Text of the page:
George C. Axtell

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George Clifton Axtell
Axtell GC.jpg
Lieutenant General George C. Axtell
Nickname(s) Big Axe[1]
Born (1920-11-29)November 29, 1920
Ambridge, Pennsylvania
Died August 20, 2011(2011-08-20) (aged 90)
Landrum, South Carolina
Allegiance United States United States of America
Service/branch USMC logo.svg United States Marine Corps
Years of service 1940-1974
Rank US-O9 insignia.svg Lieutenant General
Commands held
Battles/wars World War II
*Battle of Okinawa
Korean War
Vietnam War
Awards

Lieutenant General George C. Axtell (November 29, 1920 – August 20, 2011) was a retired United States Marine Corps general officer and a World War II ace and Navy Cross recipient. During World War II, he was the youngest commanding officer of a Marine Fighter Squadron.[2] He also served in the Korean War and Vietnam War.

Biography[edit]

On Okinawa in April 1945: Maj Axtell, CMC Vandegrift, MajGen Mulcahy, Maj Dorroh, and Lt O'Keefe (left to right).

Axtell was born in the Pittsburgh suburb of Ambridge, Pennsylvania on 29 November 1920 and graduated from high school there in 1938. He attended the University of Alabama before enlisting in the Marine Corps in July 1940 as a Marine Aviation Cadet. He held a Bachelor of Laws degree and a Master of Arts degree (Comptroller) from George Washington University.

Axtell was assigned to flight school and was commissioned as a second lieutenant and designated a Naval Aviator in May 1941. From May until December 1941, he was an instructor at Naval Air Station Pensacola, and then was transferred to the U.S. Naval Academy's Postgraduate School where he studied meteorological engineering, graduating in March 1943. He was promoted to first lieutenant in June 1942, and to captain in August 1942.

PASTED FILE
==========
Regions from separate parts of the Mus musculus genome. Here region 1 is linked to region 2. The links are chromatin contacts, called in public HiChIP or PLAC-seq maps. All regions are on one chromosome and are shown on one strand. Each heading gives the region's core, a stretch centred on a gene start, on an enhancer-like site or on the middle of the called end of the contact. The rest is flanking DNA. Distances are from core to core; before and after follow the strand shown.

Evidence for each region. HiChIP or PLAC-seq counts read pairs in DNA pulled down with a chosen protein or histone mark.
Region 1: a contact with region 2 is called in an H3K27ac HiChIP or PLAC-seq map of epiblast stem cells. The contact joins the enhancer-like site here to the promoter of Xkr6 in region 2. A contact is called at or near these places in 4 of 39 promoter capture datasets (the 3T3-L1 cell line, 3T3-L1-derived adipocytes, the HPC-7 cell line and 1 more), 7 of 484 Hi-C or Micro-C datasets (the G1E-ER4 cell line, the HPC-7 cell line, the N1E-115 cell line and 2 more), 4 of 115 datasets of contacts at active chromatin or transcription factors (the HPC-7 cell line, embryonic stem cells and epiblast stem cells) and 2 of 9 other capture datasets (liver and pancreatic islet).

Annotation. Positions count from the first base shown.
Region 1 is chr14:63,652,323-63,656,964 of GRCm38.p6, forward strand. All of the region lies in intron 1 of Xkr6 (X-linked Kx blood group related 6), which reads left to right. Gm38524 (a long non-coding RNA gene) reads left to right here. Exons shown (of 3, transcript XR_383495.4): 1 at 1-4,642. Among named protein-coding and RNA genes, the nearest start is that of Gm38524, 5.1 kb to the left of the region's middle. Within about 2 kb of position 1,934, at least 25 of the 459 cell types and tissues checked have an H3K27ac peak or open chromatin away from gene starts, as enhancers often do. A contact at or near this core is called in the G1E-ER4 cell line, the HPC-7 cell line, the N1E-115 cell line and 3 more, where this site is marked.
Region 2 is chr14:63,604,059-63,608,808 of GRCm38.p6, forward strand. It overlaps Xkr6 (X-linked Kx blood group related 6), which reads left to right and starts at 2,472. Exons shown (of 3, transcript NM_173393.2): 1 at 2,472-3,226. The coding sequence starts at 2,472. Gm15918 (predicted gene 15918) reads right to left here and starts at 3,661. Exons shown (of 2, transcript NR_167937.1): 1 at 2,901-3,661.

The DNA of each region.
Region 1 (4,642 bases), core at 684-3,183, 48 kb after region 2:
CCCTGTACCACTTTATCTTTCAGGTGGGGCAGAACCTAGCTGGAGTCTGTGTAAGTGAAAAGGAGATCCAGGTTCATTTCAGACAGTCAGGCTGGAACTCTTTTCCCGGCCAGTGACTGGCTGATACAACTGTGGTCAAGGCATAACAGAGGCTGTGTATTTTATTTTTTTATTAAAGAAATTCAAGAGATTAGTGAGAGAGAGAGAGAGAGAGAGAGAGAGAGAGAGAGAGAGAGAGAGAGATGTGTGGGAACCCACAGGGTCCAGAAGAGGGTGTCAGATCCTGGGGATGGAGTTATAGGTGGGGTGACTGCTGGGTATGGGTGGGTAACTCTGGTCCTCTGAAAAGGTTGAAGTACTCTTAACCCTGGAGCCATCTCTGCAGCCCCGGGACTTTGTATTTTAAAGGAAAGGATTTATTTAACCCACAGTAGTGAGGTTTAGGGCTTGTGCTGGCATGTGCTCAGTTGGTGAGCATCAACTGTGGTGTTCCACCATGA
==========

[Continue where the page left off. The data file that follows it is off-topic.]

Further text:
Promoted to major in May 1943, Axtell saw duty from that July until June 1945, as Commanding Officer, Marine Fighter Squadron 323 (VMF-323), from the date of its formation at Cherry Point, North Carolina, and then throughout the Okinawa campaign from March to June. During the Okinawa campaign, VMF-323 scored 124 enemy planes led by Axell who was credited with destroying 6 enemy planes on April 22 with his F4U Corsair and was awarded the Navy Cross for extraordinary heroism. Following the Okinawa campaign, he was assigned as the Commanding Officer, Marine Carrier Air Group-16, operating from the USS Badoeng Strait. Following the deactivation of MCVG-16 in March 1946, he served as Commanding Officer, VMF-452 until the following January.

Axtell completed the Junior Course at Marine Corps Schools, Quantico, Virginia, early in 1947, and began his first tour of duty at Headquarters Marine Corps as Naval Aviator Detail Officer, followed by a two-year tour with the Judge Advocate General's Office. He was promoted to lieutenant colonel in January 1951.

In 1952, Axtell was ordered to Korea where he again saw combat in an F4U Corsair with the 1st Marine Aircraft Wing as Tactical Officer of Marine Aircraft Group 12, and later, as Commanding Officer of Marine Attack Squadron 312. He served next with the 2nd Marine Aircraft Wing at Cherry Point, North Carolina, as Assistant to the Assistant Chief of Staff, G-3, for a year, then as Commanding Officer, Marine Air Control Group 1. In 1955, Axtell reported to Headquarters Marine Corps for four years' duty as Assistant Head of Aviation Training and Distribution Branch, and Head of Program Planning, Division of Aviation. He was promoted to colonel in July 1959.